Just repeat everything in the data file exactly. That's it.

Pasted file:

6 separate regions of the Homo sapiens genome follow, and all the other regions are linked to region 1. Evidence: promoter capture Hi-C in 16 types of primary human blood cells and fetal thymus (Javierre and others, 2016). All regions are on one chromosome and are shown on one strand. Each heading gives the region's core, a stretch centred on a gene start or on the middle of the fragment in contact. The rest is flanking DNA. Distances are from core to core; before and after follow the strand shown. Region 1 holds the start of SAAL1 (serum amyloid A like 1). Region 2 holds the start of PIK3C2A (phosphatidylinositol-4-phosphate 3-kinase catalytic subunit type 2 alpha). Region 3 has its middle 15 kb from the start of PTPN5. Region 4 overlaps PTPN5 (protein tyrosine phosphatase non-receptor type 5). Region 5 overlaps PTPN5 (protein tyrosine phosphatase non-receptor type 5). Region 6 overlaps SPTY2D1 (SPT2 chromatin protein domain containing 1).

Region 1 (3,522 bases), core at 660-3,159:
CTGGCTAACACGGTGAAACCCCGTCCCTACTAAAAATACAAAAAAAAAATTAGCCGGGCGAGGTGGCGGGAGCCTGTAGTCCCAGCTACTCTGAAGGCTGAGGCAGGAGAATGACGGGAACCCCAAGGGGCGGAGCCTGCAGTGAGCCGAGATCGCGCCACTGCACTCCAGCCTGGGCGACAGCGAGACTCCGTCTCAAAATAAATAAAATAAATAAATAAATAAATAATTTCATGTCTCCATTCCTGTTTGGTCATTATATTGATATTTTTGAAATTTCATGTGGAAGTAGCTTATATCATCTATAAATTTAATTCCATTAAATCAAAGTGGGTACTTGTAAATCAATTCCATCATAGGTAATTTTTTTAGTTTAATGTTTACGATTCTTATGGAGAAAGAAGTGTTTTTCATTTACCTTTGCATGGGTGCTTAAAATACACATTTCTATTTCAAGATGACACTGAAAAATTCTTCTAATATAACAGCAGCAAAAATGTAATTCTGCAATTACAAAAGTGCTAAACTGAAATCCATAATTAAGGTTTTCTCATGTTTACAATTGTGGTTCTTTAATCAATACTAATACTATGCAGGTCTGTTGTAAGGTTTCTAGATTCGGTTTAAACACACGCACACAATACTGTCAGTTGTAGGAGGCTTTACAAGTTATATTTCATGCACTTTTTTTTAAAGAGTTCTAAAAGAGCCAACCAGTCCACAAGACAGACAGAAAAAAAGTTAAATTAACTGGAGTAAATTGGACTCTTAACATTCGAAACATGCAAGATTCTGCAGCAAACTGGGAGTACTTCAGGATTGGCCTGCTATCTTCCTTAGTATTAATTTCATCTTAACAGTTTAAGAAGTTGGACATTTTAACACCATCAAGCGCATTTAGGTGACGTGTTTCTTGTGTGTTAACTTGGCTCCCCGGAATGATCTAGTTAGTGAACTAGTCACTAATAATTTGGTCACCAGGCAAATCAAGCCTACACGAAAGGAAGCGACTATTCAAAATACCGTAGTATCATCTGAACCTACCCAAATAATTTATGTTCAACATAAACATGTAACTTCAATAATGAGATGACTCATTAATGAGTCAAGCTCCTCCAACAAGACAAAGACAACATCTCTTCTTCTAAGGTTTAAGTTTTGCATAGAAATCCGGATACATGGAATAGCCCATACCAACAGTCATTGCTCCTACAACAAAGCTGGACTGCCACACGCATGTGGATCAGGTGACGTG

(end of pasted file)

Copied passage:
6 separate regions of the Homo sapiens genome follow, and all the other regions are linked to region 1. Evidence: promoter capture Hi-C in 16 types of primary human blood cells and fetal thymus (Javierre and others, 2016). All regions are on one chromosome and are shown on one strand. Each heading gives the region's core, a stretch centred on a gene start or on the middle of the fragment in contact. The rest is flanking DNA. Distances are from core to core; before and after follow the strand shown. Region 1 holds the start of SAAL1 (serum amyloid A like 1). Region 2 holds the start of PIK3C2A (phosphatidylinositol-4-phosphate 3-kinase catalytic subunit type 2 alpha). Region 3 has its middle 15 kb from the start of PTPN5. Region 4 overlaps PTPN5 (protein tyrosine phosphatase non-receptor type 5). Region 5 overlaps PTPN5 (protein tyrosine phosphatase non-receptor type 5). Region 6 overlaps SPTY2D1 (SPT2 chromatin protein domain containing 1).

Region 1 (3,522 bases), core at 660-3,159:
CTGGCTAACACGGTGAAACCCCGTCCCTACTAAAAATACAAAAAAAAAATTAGCCGGGCGAGGTGGCGGGAGCCTGTAGTCCCAGCTACTCTGAAGGCTGAGGCAGGAGAATGACGGGAACCCCAAGGGGCGGAGCCTGCAGTGAGCCGAGATCGCGCCACTGCACTCCAGCCTGGGCGACAGCGAGACTCCGTCTCAAAATAAATAAAATAAATAAATAAATAAATAATTTCATGTCTCCATTCCTGTTTGGTCATTATATTGATATTTTTGAAATTTCATGTGGAAGTAGCTTATATCATCTATAAATTTAATTCCATTAAATCAAAGTGGGTACTTGTAAATCAATTCCATCATAGGTAATTTTTTTAGTTTAATGTTTACGATTCTTATGGAGAAAGAAGTGTTTTTCATTTACCTTTGCATGGGTGCTTAAAATACACATTTCTATTTCAAGATGACACTGAAAAATTCTTCTAATATAACAGCAGCAAAAATGTAATTCTGCAATTACAAAAGTGCTAAACTGAAATCCATAATTAAGGTTTTCTCATGTTTACAATTGTGGTTCTTTAATCAATACTAATACTATGCAGGTCTGTTGTAAGGTTTCTAGATTCGGTTTAAACACACGCACACAATACTGTCAGTTGTAGGAGGCTTTACAAGTTATATTTCATGCACTTTTTTTTAAAGAGTTCTAAAAGAGCCAACCAGTCCACAAGACAGACAGAAAAAAAGTTAAATTAACTGGAGTAAATTGGACTCTTAACATTCGAAACATGCAAGATTCTGCAGCAAACTGGGAGTACTTCAGGATTGGCCTGCTATCTTCCTTAGTATTAATTTCATCTTAACAGTTTAAGAAGTTGGACATTTTAACACCATCAAGCGCATTTAGGTGACGTGTTTCTTGTGTGTTAACTTGGCTCCCCGGAATGATCTAGTTAGTGAACTAGTCACTAATAATTTGGTCACCAGGCAAATCAAGCCTACACGAAAGGAAGCGACTATTCAAAATACCGTAGTATCATCTGAACCTACCCAAATAATTTATGTTCAACATAAACATGTAACTTCAATAATGAGATGACTCATTAATGAGTCAAGCTCCTCCAACAAGACAAAGACAACATCTCTTCTTCTAAGGTTTAAGTTTTGCATAGAAATCCGGATACATGGAATAGCCCATACCAACAGTCATTGCTCCTACAACAAAGCTGGACTGCCACACGCATGTGGATCAGGTGACGTG